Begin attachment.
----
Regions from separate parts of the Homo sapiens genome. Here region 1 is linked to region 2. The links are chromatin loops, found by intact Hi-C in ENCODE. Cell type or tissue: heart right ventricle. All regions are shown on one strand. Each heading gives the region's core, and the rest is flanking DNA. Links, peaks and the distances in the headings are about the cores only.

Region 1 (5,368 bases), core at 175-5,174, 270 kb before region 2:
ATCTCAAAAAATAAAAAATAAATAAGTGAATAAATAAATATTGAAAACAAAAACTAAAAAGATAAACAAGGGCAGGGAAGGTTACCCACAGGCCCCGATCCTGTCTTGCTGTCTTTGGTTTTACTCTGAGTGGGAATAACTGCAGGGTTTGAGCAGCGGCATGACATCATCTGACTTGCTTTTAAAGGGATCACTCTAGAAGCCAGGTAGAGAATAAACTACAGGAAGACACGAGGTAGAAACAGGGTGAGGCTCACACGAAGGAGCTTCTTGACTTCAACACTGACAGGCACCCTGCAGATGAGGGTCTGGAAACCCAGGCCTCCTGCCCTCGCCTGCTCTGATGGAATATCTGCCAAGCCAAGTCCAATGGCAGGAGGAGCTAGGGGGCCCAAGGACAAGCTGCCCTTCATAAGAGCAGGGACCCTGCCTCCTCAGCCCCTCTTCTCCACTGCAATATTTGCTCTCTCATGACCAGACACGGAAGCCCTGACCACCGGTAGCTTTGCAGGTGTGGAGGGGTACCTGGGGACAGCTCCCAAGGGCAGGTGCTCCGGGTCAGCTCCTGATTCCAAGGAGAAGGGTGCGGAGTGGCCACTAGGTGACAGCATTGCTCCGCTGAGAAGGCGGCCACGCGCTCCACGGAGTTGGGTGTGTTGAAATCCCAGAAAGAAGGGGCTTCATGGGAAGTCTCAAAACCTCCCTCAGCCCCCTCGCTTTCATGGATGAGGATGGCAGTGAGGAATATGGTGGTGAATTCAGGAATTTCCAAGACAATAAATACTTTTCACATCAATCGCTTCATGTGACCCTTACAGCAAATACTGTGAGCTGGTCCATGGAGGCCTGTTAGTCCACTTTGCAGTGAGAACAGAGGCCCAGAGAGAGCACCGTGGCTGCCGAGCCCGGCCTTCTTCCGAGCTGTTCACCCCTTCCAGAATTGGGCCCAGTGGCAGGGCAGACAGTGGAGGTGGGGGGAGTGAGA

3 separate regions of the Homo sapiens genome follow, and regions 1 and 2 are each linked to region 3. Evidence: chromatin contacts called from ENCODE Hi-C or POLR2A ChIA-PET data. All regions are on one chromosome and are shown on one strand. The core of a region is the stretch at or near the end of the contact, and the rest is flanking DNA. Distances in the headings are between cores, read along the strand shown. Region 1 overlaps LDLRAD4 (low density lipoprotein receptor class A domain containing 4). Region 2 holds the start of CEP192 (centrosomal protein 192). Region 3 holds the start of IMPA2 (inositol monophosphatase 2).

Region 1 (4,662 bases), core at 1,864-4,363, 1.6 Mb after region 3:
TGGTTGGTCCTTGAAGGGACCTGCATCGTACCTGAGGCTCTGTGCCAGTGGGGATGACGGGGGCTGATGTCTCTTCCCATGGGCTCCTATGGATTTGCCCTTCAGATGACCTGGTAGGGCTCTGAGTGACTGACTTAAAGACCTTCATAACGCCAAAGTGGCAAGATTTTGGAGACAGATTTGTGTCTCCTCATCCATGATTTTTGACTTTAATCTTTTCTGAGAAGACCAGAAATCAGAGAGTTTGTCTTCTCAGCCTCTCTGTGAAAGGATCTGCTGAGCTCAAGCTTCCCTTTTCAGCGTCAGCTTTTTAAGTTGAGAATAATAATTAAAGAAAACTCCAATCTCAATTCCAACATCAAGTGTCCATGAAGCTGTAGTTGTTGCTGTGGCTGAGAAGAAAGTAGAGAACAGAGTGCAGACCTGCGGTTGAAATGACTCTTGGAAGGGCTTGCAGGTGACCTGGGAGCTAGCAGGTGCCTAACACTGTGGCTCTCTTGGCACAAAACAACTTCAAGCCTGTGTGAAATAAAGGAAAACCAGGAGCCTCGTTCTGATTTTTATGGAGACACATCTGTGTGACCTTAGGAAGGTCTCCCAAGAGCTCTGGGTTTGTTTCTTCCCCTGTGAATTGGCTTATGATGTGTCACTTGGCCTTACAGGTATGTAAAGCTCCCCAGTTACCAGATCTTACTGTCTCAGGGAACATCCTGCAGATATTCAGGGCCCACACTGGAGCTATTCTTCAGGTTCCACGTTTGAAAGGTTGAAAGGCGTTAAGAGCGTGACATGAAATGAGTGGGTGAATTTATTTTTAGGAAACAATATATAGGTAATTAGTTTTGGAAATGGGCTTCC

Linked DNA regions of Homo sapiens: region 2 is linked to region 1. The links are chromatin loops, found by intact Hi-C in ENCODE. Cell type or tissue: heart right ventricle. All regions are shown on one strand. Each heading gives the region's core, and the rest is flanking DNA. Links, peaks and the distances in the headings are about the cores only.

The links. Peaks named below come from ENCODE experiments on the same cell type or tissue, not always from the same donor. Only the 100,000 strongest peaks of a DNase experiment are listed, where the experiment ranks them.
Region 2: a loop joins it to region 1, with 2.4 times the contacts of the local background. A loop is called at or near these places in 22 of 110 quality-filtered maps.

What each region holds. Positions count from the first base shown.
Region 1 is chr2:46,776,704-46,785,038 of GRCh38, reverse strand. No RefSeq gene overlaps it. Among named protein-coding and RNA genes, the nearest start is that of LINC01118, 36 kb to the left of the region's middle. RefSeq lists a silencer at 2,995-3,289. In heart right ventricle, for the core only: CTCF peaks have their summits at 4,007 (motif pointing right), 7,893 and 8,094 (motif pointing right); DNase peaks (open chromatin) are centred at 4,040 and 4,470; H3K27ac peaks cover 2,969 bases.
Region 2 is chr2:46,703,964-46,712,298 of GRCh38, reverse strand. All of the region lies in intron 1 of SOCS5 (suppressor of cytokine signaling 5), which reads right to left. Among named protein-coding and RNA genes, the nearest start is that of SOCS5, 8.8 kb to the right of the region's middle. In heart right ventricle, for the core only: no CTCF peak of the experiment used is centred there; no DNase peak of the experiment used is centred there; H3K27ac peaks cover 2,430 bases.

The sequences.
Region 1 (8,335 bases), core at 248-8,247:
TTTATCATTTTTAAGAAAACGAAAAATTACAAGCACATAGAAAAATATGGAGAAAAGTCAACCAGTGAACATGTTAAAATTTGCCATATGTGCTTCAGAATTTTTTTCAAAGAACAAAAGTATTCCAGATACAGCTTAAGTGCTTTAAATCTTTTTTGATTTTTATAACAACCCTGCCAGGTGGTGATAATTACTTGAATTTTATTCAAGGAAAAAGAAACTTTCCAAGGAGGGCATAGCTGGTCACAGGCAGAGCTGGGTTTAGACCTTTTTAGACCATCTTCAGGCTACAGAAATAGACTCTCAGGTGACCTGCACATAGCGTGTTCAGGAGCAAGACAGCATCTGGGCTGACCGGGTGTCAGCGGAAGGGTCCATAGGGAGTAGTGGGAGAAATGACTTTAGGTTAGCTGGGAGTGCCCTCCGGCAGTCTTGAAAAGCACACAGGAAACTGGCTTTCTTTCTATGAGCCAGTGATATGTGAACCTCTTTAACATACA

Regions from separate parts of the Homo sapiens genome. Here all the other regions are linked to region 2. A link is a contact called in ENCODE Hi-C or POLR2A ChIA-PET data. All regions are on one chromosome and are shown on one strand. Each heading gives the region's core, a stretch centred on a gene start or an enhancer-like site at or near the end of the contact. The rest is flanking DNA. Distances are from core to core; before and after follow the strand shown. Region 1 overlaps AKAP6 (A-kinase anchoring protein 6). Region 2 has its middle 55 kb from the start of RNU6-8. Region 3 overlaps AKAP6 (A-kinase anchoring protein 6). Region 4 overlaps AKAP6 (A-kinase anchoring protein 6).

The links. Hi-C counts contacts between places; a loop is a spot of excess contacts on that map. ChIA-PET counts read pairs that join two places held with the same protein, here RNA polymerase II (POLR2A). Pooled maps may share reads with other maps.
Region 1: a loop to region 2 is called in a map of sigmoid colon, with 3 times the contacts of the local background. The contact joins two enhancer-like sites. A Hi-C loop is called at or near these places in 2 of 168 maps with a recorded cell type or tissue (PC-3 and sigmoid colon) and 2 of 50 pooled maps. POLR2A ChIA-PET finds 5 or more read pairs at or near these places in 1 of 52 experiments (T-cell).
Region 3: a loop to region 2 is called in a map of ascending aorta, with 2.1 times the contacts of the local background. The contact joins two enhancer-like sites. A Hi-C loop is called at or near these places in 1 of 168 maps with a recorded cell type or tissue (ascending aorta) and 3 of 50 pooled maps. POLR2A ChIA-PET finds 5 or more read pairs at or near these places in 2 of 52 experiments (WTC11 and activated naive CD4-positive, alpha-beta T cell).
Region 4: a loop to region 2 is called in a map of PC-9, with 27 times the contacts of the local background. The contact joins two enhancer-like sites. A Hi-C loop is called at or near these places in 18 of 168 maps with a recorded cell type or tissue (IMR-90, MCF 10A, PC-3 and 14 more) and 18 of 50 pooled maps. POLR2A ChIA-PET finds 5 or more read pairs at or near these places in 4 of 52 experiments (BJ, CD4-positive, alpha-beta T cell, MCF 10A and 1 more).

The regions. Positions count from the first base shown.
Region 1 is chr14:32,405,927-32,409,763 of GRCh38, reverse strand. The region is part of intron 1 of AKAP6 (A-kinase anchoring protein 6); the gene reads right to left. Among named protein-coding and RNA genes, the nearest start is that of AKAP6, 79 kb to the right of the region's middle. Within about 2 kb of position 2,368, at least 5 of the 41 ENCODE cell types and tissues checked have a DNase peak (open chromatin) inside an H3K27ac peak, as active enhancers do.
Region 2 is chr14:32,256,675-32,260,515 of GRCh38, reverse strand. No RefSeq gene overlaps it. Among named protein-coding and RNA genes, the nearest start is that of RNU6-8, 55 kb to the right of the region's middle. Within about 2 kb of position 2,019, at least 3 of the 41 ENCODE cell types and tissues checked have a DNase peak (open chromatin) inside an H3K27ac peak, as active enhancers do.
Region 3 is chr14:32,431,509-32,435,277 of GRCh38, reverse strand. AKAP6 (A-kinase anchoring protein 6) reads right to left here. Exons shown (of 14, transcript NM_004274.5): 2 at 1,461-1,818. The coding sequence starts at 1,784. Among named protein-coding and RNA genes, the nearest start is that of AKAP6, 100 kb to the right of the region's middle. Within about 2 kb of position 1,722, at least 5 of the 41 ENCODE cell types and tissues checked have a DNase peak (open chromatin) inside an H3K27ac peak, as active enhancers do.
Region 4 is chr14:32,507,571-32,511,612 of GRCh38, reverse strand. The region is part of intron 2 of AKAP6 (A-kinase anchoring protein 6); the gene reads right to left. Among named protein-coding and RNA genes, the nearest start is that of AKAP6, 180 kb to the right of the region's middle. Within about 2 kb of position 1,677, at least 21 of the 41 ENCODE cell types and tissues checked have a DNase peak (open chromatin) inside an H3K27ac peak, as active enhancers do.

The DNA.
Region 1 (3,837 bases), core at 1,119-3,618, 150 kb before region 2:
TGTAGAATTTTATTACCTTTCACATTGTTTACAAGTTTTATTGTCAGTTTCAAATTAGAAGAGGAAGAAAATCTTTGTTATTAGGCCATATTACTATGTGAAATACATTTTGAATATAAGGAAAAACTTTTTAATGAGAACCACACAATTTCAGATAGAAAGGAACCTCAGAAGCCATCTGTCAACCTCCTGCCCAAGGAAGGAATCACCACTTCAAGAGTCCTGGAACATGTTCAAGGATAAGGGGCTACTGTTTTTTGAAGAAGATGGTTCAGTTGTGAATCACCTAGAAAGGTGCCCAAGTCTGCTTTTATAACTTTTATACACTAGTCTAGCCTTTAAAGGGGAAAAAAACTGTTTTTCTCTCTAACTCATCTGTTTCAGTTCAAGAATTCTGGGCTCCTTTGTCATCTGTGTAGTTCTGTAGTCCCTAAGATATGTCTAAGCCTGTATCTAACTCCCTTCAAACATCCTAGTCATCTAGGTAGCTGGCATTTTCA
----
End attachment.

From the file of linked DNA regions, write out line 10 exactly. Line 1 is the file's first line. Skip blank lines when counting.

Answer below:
What each region holds. Positions count from the first base shown.